In The Mystery of Capital by Hernando de Soto, he laments of his fellow economists, "if economists wished to study the horse, they wouldn't go and look at the horses, They’d sit in their studies and say to themselves, ‘what would I do if I were a horse?’" Remarkably, many people in product suffer a similar affliction, and will spend hours at a white board trying to guess what a user will need rather than simply having a conversation and listening to them. Why? Ego and mythology.
Listening is much harder on the ego than most people consider. Listening well requires three attitudes that tend to create stress. The first attitude is patience. Someone has to create time and space for a discussion, and, having set aside valuable time for this discussion, they have to let the other person talk freely. It's not obvious that something will come out of this activity; a free discussion is not about getting to the point. You have to ask a good question and then listen, patiently.
The second attitude is accepting that you have something to learn. If you sit patiently listening, but inwardly assert that you already know what you're being told, you will miss the insights that can really deliver value. The third attitude is to acknowledge incorrect assumptions. This is often the hardest to overcome. When someone has an idea about the need for a product or service, they often internalize it.
After internalizing the idea, the success or failure of the idea feels like a personal success or failure. But to be truly successful, a product or service must be about a user or customer, not the creator. People don't buy a product or service to satisfy someone else's ego; they buy because they need or want something for themselves or their organization.
The myth of the lone creative intellect that saw a future that the simple user couldn't grasp is a powerful force in the realm of product. People who believe in this myth will often cite the apocryphal quote attributed to Henry Ford that if he asked people what they wanted, they would have said a faster horse. Or they will talk about the vision of Steve Jobs blinking the iPod into existence. Interestingly, believing in this mythology will also alleviate the stress of being a good listener. One will not need to listen, only tell.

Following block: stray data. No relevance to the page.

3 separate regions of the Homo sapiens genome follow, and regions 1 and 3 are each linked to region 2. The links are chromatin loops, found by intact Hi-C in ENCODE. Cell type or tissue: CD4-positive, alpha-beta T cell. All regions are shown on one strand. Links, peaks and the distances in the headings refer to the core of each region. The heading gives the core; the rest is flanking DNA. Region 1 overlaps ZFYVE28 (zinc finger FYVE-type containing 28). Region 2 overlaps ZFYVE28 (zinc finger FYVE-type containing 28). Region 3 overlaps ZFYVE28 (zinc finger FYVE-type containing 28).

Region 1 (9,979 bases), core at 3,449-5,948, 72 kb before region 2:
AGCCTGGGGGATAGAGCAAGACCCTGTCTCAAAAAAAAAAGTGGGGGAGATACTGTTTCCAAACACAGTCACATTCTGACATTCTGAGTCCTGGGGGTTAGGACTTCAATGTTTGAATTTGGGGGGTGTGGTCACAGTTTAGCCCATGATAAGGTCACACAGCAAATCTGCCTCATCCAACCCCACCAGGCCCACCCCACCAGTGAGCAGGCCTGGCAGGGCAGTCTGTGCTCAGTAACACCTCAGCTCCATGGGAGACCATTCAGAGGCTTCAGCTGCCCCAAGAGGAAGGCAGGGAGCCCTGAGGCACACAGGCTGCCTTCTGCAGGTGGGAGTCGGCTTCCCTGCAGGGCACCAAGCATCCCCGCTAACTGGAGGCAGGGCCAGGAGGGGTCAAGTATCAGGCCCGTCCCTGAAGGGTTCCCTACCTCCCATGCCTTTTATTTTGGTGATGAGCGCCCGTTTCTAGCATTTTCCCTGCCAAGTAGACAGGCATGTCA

The truth is that there is no evidence that Henry Ford ever said such a thing. Henry Ford knew that horses were costly and time consuming. He knew that they had limited workloads and required rest. He knew about manure. Everyone knew about trains and steam engines, and many, many people were working on a mechanical replacement for a horse. Ford sold his first horseless carriage in 1896, in 1920 he sold almost 1 million. Ironically, with all the success of Ford's production systems and sales, Ford did neglect the desires of his customers, and General Motors led by Alfred Sloan conducted customer research and responded to the findings, which led GM to overtake Ford in the 20's and never looked back.
Steve Jobs does have a famous quote, “It's really hard to design products by focus groups. A lot of times, people don't know what they want until you show it to them.” Both these statements are true, but they don't exclude understanding the customer. Another, less well known, statement by Jobs was “really great products come from melding two points of view—the technology point of view and the customer point of view. You need both.”
Listen to your customers. They will make you successful.